When I first went to Cannes in 2009….all the big winners are actually PR campaigns, but better polished. That’s even more true today. If you assume your work can’t be paid to be looked at, it’s always going to be stronger.
“What was an amazingly agile and insightful script that made the client actually clap over Zoom one day feels old and cliché by the time you make it the next week. It’s forcing us all to up our game.”
Were you always creative, even as a kid?
Isn’t everyone? I think some of us just learn to express it better. The creative is the child that survived….which probably also explains how messy our desks are.
Do you have a creative process: is there a way that you tackle a brief?
It’s totally random really – but if I think about it, maybe three things:
- I’m a firm believer in getting down your instant reaction to a brief – so many times, it’s right. It’s easy to get seduced into two weeks of chin-stroking, but if you can create some internal urgency when you first see the problem – it’s precious. Find a place, on your own, take 30 mins and scribble furiously in your notebook. Then go talk to your partner.
- Subconsciously I think I always look for the angle of ‘why would anyone talk about this?’ It’s a great stress test of an idea.
- The best ideas never happen in a meeting room. They happen when you are talking about something else, when someone says something totally unrelated that sparks a fuse you never saw coming. Go somewhere without a ceiling, talk about anything, that brief is in your head anyway, go off on tangents – meanwhile your brain will be working on it without you knowing and maybe spit out some sparks.
Malaysia recently emerged from lockdown. Did you learn or discover anything new while working from home – any new hobbies or epiphanies?
I heard a great quote: ‘It’s a tragedy to waste a crisis’. Amongst the tragedy and awfulness – which is very real – I also think that it feels like a moment not to waste wishing for things to go back to exactly as they were. All this forced introspection has exposed a lot of cracks and behaviors that were hiding in habit. Hugely overdue on a society level, but to be specific about our industry, there’s not a single CFO or CEO not thinking, ‘Hummmm, so maybe we don’t need everyone to be in the same building all the time. Nor do I really need to fly for that meeting. Maybe all my staff don’t all have to burn 60% of their salary to live in the center of the city…’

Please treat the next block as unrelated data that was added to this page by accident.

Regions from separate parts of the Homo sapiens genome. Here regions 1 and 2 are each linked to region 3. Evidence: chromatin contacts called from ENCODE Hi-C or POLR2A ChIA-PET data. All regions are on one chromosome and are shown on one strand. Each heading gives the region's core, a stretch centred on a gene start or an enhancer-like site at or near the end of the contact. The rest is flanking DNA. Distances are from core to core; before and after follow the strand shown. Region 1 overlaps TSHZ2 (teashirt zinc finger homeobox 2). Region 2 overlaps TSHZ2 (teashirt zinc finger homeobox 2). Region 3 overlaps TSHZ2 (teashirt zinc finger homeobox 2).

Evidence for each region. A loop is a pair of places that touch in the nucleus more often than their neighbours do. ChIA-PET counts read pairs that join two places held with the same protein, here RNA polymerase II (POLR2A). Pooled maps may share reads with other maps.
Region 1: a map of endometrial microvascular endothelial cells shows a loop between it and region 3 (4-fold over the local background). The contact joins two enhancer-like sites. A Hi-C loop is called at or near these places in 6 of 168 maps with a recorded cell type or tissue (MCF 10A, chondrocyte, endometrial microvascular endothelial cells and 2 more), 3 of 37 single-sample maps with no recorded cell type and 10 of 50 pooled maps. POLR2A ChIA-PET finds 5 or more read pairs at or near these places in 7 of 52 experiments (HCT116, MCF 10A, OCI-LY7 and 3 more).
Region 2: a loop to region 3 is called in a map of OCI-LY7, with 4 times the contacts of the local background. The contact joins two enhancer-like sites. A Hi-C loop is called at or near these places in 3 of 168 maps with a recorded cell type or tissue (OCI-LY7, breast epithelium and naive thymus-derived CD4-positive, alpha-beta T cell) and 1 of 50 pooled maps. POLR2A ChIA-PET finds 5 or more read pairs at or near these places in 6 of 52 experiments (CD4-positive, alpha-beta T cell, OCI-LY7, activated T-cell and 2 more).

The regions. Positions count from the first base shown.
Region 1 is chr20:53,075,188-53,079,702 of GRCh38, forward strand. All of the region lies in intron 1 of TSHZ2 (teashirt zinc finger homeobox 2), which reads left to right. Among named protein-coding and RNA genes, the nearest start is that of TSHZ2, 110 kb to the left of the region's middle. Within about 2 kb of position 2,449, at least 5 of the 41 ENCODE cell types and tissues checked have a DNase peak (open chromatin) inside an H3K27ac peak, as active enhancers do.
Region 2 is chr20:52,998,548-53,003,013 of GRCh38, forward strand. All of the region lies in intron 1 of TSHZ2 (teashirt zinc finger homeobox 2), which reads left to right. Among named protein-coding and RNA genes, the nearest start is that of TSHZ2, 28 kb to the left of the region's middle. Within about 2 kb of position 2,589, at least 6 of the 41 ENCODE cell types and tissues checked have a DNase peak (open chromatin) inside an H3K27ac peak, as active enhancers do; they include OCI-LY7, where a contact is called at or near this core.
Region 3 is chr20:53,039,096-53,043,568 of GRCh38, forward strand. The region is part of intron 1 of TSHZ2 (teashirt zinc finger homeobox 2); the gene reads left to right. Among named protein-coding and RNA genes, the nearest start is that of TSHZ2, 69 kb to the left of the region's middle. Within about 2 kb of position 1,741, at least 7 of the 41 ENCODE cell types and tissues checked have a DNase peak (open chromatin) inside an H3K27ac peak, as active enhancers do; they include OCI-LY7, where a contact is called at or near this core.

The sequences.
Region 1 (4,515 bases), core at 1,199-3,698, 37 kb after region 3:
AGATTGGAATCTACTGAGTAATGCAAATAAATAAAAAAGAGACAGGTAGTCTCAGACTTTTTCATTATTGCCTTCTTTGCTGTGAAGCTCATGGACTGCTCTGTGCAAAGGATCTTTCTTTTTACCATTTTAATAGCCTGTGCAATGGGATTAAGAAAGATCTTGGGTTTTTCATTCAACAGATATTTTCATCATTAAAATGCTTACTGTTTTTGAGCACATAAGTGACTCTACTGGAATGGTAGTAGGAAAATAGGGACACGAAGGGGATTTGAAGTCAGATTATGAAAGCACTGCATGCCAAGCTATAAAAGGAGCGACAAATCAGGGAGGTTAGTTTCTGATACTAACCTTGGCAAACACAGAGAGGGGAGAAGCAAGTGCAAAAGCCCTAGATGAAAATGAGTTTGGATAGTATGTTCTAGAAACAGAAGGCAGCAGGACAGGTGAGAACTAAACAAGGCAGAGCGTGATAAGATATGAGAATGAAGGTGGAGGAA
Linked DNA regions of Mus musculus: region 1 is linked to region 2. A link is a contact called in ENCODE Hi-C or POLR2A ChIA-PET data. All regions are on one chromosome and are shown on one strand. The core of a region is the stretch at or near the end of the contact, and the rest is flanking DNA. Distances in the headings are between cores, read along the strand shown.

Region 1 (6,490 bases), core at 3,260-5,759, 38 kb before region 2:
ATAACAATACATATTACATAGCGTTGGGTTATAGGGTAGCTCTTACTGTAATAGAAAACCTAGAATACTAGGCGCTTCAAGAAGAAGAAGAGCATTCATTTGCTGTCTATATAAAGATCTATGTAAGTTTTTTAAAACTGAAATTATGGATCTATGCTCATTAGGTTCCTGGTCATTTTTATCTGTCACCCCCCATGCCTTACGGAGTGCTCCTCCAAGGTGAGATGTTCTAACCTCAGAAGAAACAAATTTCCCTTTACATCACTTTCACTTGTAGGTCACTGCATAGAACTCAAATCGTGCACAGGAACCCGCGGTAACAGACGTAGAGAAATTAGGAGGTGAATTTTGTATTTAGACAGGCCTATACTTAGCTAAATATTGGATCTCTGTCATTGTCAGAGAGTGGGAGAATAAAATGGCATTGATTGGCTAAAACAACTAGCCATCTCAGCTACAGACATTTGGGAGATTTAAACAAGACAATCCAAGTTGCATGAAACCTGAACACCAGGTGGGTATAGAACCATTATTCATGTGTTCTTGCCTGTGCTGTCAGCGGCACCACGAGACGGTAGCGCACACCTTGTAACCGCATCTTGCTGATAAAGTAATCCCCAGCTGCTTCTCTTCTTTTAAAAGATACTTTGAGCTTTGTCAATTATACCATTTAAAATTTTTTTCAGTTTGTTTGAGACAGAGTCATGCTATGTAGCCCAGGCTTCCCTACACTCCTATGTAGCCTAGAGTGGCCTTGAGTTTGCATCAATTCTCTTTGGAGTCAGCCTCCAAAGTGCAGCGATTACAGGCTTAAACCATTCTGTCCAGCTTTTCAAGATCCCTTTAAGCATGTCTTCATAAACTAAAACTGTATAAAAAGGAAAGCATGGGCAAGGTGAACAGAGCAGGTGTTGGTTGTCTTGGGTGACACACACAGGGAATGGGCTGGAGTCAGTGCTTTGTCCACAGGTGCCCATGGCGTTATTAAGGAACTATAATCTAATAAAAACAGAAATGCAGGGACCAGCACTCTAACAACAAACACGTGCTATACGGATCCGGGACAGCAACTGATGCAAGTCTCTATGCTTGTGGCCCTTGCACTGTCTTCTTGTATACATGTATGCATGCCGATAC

The only new hobby is the joy of doing a full day’s work in pajamas.
AD STARS has launched a category called ‘Pivot’ to recognize covid-inspired creativity. Are there any interesting projects taking place at Grey in response to the pandemic?
One of the most arresting things about the pandemic has been the speed of change in public sentiment. What was an amazingly agile and insightful script that made the client actually clap over Zoom one day feels old and cliché by the time you make it the next week. It’s forcing us all to up our game.
The good side of that is Adopt a Keg for Carlsberg. It was born of an idea we were already developing in Malaysia that was on pause due to Covid. Then, on a call with Javi ( Global CCO for Carlsberg), we repurposed it from an eCommerce idea into something to genuinely help bars stay strong during lockdown. We shot, built, and launched it in two weeks, it then went live from Denmark to Malaysia to Australia.
What’s cool is that we are continuing to evolve it. Recently, we turned it into a ‘Champions Keg’ to celebrate Liverpool winning the championship – now you can buy 100 beers and store your own keg on your phone. We’ve reversed into our original idea and now it’s even better.
You’re joining the jury at AD STARS 2020. What are you most looking forward to?
Seeing things from places you don’t expect doing things you’d never thought of. It’s always a frustration that we never have enough time to look at all the great work going on – you see the headlines in AdWeek….you know it’s great…then never actually read it.
Being on a jury forces you to see great work and think about it – it’s often the only time we are really able do it. Then maybe someday finding a way to apply that to my own work to make it better.
The winners of AD STARS 2020 will be announced online on August 22 via adstars.org.